I have covered many court cases and written about many types of arrests.
In this country we are adamant about a suspect’s or criminal’s rights, but a victim’s rights seem to be only a secondary thought.
Now, before I get too far into this subject let me say that I believe that under the law suspects should have their rights read to them and should be given a fair trial.
I am not advocating any change in criminal or suspect rights, what I am concerned about is the rights of those who are the victims of crimes.
A person who is arrested is guaranteed Miranda rights in the U.S. Constitution.
Other rights include: Writ of Habeas Corpus; no bill of attainder; no unreasonable search and seizure; no double jeopardy; no self-incrimination; the right to due process; and the right to a speedy and public trial.
The list of rights would more that fill up this page and several more pages.
With all that said, we seem to forget about victims.
Granted, there are victim advocates in most cases, but they are limited in what they can do. They do the best they can with what they have available.
Think about this: In Florida, victims of crime or their lawful representatives, including the next of kin of homicide victims, are entitled to the right to be informed, to be present, and to be heard when relevant, at all crucial stages of criminal proceedings, to the extent that these rights do not interfere with the constitutional rights of the accused.
There is a compensation plan (Victim’s Compensation Trust Fund) available, paid for by the state in some cases.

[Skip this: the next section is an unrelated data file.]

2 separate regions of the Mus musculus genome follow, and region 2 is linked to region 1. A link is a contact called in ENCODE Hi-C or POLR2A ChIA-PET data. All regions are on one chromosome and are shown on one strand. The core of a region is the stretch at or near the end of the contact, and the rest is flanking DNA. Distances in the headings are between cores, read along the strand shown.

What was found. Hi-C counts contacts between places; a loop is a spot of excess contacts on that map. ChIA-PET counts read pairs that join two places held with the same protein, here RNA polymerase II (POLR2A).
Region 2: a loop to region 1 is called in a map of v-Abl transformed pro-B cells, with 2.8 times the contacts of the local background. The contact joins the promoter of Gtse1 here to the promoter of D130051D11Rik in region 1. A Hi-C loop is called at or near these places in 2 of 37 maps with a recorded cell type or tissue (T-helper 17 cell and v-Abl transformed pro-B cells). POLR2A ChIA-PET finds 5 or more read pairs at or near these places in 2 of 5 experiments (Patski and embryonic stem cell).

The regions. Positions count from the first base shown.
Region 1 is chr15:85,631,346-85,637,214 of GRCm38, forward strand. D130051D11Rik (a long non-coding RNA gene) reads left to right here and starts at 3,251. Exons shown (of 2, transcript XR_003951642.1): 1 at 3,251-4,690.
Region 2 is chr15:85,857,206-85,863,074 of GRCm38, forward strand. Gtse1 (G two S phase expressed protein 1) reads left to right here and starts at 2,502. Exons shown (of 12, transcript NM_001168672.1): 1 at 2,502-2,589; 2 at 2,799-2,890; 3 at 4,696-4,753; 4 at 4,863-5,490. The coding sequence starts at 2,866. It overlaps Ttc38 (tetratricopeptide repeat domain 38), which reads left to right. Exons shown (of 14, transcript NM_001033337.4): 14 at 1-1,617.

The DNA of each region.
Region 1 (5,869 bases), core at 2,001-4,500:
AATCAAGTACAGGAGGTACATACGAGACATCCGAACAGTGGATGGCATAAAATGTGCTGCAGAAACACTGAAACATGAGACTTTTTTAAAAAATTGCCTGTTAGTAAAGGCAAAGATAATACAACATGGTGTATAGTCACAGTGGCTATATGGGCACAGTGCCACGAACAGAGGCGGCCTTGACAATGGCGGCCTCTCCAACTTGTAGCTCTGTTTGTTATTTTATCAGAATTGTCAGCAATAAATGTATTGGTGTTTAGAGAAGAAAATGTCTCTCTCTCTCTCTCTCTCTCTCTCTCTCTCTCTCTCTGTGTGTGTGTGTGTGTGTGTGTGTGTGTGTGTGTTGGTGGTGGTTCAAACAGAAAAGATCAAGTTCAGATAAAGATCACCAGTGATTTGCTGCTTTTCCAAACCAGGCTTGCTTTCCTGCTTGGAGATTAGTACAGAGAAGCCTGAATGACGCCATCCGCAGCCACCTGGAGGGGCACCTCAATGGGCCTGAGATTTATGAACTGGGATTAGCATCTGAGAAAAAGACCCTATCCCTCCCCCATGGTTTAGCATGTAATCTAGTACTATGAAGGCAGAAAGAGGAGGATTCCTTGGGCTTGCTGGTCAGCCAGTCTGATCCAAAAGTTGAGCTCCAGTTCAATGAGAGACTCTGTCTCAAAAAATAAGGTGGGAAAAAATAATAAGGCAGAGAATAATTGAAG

When you compare these rights to those of people accused of a crime, well, need I say more?
Those are good and great, but as we protect the rights of the accused, we do little to protect the rights of victims.
I am a victim of several crimes.
Over the years I have had three vehicles stolen, been shot at when I lived in Carrollton, Georgia and had one major break-in where I lost $17,000 worth of merchandise.
In addition to several minor break-ins, last year I had someone try to break in my house while I was inside. I have had gas, a $1,000 camera and tools stolen.
I have some ground to stand on when it comes to the lack of real victim’s rights.
Add that to the criminal and court cases I’ve covered, and I feel I have a good perspective to voice my views.
It is discouraging to see that victims of a crime can also be victimized in a courtroom.
In the case of a violent crime they have to relive a horrible experience over again and then be questioned about their memory.
Victims are given no rights compared to suspects in court.
They are not guaranteed a speedy trial or representation by an attorney free of charge.
Most cases I’ve witnessed are two years old before they reach court.
People are still the victim if the court system fails to convict a guilty person because of a legal technicality, and double jeopardy is invoked.
They are still a victim if an investigation is flawed and it’s used to release the perpetrator.
I believe we have forgotten the reason that we have laws; that is to protect law-abiding citizens from those who would steal, rape, beat or murder us.
I believe we should give the accused the rights to assure they are tried fairly. But also allow those who are victims of crimes the same rights afforded the suspects.
It is a pie-in-the-sky idea, I understand, but at least those of us who have been victims of crime could have the satisfaction of knowing that our rights have not been left unnoticed.
If you are the victim of a crime, you do have some rights. Go to http://myfloridalegal.com/victims or talk to one of the victim advocates now available at the state attorney’s office or Gadsden County Sheriff’s Office.